Q. Mr. President, the Export-Import Bank Directors called on you last week about the Mexican loan. Is there anything you could comment on that?
THE PRESIDENT. No comment. They discussed several things besides the Mexican loan, and I have no comment on the visit. It was a friendly visit, at my request.
Which Tony had the floor? [Laughter]
Q. I miss so many questions. I am getting old–I didn’t catch them all. I get all your answers.
THE PRESIDENT. The question was what was the cause of the visit of the Export-Import Bank Directors to the President, and was the Mexican loan discussed. A great many subjects were discussed. It was a friendly visit by the Directors on the President, at his request. No pressure was being put on them for anything.
Q. Mr. President, when you referred to police action, do I understand you mean United Nations police action?
THE PRESIDENT. I beg your pardon?
Q. When you refer to police action on behalf of Korea, you mean United Nations–
THE PRESIDENT. That is correct. That is correct.
Q. Mr. President, a minute ago you said South Korea was attacked by a bunch of bandits, then made this reference to them being neighbors. Do I understand you told us neighbors of Korea, or neighbors in Korea?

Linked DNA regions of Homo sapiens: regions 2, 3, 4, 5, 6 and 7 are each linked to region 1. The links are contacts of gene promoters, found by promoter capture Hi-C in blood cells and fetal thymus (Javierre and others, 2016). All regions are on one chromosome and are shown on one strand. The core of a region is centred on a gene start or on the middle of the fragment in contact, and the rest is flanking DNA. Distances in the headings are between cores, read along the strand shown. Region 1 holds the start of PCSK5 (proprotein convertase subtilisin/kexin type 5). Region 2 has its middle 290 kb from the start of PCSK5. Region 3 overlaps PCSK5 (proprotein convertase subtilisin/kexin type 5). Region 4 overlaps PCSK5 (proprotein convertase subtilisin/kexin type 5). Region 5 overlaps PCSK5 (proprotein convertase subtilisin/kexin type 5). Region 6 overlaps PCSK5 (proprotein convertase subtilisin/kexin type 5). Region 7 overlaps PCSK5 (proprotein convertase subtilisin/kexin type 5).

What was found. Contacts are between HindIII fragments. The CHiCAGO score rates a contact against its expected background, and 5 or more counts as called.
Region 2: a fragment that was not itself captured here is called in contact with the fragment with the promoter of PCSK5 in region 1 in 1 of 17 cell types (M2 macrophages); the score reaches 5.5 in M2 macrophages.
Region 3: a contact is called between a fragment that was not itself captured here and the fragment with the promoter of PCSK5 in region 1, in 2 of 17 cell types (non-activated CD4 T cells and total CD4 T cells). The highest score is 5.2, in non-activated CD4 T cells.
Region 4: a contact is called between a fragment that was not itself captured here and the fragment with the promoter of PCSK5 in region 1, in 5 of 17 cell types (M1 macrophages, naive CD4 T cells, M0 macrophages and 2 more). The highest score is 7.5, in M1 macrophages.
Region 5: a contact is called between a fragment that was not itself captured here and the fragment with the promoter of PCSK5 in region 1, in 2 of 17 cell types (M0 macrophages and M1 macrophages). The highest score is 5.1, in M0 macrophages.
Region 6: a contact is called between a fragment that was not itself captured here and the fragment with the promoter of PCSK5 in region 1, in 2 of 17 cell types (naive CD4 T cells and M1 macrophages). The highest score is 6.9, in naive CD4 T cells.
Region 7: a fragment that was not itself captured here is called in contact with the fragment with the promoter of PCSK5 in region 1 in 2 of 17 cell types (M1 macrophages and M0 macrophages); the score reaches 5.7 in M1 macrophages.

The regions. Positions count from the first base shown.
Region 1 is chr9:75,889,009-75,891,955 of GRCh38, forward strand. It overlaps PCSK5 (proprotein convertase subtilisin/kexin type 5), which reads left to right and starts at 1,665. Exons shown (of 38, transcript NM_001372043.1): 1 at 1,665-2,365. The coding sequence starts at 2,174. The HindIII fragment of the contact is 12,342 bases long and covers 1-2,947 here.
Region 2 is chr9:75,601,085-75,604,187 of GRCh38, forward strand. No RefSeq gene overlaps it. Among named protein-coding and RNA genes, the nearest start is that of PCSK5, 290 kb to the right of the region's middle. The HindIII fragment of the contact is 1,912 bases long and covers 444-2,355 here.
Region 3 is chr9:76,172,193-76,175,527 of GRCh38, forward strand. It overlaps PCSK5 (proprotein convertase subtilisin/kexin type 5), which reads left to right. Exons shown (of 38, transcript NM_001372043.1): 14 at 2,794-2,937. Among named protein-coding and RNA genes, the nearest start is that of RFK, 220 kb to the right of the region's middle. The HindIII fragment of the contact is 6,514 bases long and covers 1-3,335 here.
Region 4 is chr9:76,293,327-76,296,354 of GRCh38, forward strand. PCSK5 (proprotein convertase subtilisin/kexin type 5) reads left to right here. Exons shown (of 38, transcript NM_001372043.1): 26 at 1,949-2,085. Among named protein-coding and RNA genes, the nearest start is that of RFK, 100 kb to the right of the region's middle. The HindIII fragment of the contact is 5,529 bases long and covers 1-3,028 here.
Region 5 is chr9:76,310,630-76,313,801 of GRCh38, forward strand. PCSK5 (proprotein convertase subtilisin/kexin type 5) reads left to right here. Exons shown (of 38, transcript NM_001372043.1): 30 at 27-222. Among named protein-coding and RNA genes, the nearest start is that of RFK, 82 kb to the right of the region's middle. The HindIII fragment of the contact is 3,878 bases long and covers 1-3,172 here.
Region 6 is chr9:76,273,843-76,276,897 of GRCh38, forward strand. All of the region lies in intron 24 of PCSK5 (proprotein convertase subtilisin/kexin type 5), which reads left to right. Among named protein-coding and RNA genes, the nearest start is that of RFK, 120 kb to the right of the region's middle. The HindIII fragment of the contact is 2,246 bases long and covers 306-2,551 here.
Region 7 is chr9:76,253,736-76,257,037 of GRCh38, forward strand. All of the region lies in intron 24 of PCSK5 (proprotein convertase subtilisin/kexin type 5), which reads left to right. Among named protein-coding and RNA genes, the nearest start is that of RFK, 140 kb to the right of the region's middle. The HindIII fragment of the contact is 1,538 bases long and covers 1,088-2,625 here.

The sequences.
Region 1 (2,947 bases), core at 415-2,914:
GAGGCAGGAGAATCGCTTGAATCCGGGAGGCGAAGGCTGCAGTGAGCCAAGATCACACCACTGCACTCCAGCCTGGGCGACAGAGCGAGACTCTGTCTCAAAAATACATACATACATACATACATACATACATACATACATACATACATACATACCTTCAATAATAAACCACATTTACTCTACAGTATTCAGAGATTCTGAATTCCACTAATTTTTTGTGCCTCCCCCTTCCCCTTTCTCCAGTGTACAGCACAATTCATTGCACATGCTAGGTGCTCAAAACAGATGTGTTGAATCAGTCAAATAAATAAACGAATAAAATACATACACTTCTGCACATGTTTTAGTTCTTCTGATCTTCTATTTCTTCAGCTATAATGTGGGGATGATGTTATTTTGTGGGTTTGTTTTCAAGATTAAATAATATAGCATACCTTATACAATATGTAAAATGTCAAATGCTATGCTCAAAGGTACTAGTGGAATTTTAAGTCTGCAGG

THE PRESIDENT. They are neighbors of South Korea.
Q. Do you have any comment on India’s decision to support the United Nations?
THE PRESIDENT. I am very happy, of course. I was sure that India would do that.
Q. Mr. President, since you have been so very gracious with some of the other direct quotes, may we quote “bandits” directly, too?
THE PRESIDENT. Yes.
Q. The Argentine Chamber of Deputies overwhelmingly voted approval of ratification of the hemispheric defense treaty adopted at Rio de Janeiro. Would you comment on that?
THE PRESIDENT. I am very happy about that. I knew about it yesterday, and I am very happy that it took place.
Q. Mr. President, as a result of the action in Korea, are we apt to expedite the Japanese peace treaty?
THE PRESIDENT. I can’t comment on that.
Q. Mr. President, in view of the pressed conditions in the situation in Korea, do you now feel that it is necessary to increase the speed with which we are ordering munitions–
THE PRESIDENT. I can’t comment on that.